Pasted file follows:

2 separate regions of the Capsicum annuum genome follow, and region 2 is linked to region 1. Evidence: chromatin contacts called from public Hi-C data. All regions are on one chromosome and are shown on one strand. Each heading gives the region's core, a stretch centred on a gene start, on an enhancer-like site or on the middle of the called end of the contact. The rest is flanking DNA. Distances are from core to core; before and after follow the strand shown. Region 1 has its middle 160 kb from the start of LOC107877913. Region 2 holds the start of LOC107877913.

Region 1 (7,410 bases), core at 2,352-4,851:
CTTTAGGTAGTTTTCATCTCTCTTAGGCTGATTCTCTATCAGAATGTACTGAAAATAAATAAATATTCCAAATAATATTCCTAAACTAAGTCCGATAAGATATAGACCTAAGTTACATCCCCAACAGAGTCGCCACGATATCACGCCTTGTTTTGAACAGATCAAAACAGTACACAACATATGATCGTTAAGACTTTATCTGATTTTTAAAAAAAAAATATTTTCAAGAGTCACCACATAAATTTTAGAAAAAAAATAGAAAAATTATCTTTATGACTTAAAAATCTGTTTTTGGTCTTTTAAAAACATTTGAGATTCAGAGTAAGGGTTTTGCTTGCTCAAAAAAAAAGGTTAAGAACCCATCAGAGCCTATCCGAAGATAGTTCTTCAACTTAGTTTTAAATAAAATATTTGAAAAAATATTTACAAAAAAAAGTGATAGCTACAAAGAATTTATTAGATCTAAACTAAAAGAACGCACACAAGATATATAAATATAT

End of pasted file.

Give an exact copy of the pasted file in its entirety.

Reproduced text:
2 separate regions of the Capsicum annuum genome follow, and region 2 is linked to region 1. Evidence: chromatin contacts called from public Hi-C data. All regions are on one chromosome and are shown on one strand. Each heading gives the region's core, a stretch centred on a gene start, on an enhancer-like site or on the middle of the called end of the contact. The rest is flanking DNA. Distances are from core to core; before and after follow the strand shown. Region 1 has its middle 160 kb from the start of LOC107877913. Region 2 holds the start of LOC107877913.

Region 1 (7,410 bases), core at 2,352-4,851:
CTTTAGGTAGTTTTCATCTCTCTTAGGCTGATTCTCTATCAGAATGTACTGAAAATAAATAAATATTCCAAATAATATTCCTAAACTAAGTCCGATAAGATATAGACCTAAGTTACATCCCCAACAGAGTCGCCACGATATCACGCCTTGTTTTGAACAGATCAAAACAGTACACAACATATGATCGTTAAGACTTTATCTGATTTTTAAAAAAAAAATATTTTCAAGAGTCACCACATAAATTTTAGAAAAAAAATAGAAAAATTATCTTTATGACTTAAAAATCTGTTTTTGGTCTTTTAAAAACATTTGAGATTCAGAGTAAGGGTTTTGCTTGCTCAAAAAAAAAGGTTAAGAACCCATCAGAGCCTATCCGAAGATAGTTCTTCAACTTAGTTTTAAATAAAATATTTGAAAAAATATTTACAAAAAAAAGTGATAGCTACAAAGAATTTATTAGATCTAAACTAAAAGAACGCACACAAGATATATAAATATAT